Individual divisions at a reining competition vary somewhat depending on whether they are sanctioned by the NRHA or another organization. However, standard classes include those limited to junior or senior horses, to horses of a specific age (such as three year olds), classes for professional, "non-pro," or amateur riders (those who do not work with horses for pay), youth riders of various ages, adult riders over age 40 or 50, as well as open events for all competitors. Classes may also be limited by the experience level of the horse or the rider.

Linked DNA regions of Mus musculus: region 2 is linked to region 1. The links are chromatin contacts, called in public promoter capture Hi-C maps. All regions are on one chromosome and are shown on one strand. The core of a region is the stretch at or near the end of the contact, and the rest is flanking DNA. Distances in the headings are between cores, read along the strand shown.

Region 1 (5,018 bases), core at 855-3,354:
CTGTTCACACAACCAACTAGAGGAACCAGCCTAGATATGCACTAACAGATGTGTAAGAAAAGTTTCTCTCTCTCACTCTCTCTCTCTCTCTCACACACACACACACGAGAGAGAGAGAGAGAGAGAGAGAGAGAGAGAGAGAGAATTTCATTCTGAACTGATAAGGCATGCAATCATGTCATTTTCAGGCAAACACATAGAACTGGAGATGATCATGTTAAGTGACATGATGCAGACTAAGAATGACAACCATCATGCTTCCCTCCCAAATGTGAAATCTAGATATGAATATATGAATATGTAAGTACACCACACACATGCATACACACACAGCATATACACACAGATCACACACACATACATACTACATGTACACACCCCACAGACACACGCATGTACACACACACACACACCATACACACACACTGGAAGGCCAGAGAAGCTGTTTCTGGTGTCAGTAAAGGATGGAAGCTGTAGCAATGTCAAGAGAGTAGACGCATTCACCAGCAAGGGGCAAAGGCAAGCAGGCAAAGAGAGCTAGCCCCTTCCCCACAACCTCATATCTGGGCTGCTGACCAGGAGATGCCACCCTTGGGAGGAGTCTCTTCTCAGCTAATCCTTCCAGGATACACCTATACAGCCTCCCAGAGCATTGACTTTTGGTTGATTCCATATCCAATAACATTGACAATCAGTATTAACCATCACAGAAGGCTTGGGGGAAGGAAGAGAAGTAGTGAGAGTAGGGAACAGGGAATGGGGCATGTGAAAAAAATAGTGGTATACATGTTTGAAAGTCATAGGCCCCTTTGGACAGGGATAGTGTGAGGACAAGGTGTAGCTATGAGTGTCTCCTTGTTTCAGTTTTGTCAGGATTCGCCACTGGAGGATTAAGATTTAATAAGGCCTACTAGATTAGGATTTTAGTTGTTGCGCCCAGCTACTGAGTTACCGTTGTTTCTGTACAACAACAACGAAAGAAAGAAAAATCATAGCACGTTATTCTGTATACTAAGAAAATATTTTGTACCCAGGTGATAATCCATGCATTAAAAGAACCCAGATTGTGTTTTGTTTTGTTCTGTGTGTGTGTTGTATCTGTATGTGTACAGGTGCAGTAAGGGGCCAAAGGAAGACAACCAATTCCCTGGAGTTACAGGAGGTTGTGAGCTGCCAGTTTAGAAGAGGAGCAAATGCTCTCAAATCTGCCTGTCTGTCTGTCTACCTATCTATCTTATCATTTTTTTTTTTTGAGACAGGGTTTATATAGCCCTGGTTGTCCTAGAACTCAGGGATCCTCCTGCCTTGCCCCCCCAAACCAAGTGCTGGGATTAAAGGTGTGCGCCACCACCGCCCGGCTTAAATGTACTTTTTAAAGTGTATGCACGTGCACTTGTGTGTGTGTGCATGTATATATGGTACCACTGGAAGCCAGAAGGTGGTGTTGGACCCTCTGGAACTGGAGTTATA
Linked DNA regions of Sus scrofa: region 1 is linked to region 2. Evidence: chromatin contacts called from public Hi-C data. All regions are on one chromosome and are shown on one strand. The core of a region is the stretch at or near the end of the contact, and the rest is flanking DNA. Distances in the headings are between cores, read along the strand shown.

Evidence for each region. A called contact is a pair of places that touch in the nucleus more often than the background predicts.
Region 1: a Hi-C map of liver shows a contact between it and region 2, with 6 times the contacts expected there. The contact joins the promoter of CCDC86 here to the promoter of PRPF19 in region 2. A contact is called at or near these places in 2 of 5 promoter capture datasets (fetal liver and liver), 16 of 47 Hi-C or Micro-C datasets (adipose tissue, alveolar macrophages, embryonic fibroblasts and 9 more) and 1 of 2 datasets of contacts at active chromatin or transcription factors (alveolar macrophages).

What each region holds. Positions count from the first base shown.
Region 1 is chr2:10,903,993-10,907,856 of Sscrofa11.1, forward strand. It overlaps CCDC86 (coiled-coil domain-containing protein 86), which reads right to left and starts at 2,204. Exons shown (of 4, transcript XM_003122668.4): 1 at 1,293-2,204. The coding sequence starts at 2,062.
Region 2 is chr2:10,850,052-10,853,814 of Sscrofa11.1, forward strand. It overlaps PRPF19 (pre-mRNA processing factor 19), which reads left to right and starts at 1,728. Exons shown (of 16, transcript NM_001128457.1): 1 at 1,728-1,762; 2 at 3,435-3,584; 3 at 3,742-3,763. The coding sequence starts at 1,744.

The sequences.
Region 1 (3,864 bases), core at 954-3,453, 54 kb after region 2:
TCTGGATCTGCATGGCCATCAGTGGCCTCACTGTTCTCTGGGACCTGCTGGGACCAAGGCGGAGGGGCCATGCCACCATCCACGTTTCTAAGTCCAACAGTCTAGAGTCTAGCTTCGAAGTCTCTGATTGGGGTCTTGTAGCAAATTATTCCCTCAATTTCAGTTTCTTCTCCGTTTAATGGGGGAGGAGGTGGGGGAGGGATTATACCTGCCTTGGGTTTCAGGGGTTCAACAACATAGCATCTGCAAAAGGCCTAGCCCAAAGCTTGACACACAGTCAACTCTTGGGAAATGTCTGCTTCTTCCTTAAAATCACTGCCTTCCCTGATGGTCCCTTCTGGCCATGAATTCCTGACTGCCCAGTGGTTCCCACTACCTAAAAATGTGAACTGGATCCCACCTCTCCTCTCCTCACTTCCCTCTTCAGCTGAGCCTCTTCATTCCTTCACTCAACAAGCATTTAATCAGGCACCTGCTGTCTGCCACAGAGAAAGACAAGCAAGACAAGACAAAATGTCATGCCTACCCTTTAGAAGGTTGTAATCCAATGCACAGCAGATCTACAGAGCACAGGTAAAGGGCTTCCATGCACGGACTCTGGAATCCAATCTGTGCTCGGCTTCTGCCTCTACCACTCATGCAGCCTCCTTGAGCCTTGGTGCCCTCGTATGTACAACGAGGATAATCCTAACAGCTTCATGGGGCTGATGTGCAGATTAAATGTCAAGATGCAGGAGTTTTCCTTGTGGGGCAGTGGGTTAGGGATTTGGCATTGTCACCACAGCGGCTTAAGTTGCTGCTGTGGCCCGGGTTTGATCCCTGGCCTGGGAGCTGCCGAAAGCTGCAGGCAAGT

Freestyle reining allows a horse and rider team to incorporate reining movements into a three and one-half minute musical routine, akin to the KUR Freestyle competition in Dressage, but with elements that resemble the freestyle events in human competitions such as figure skating. Under NRHA rules, costumes are allowed, though not required; riders may ride with one, two or even no hands on any type of NRHA approved bit; props, within certain limits, are allowed; and the show management may allow special arena lighting. Freestyle reining competitions have no specific rules as to saddle, though humane equipment is required. Allowing "no hands" means that some competitors may perform without a bridle, which increases the difficulty of the movements. The rider must include a specified number of spins, stops and flying lead changes in a performance. Rollbacks, rein backs and dressage type maneuvers such as the half-pass may be added and scored. Competitors are judged on technical merit and artistic impression. At some competitions, an applause meter is added and may contribute to the artistic impression portion of the score.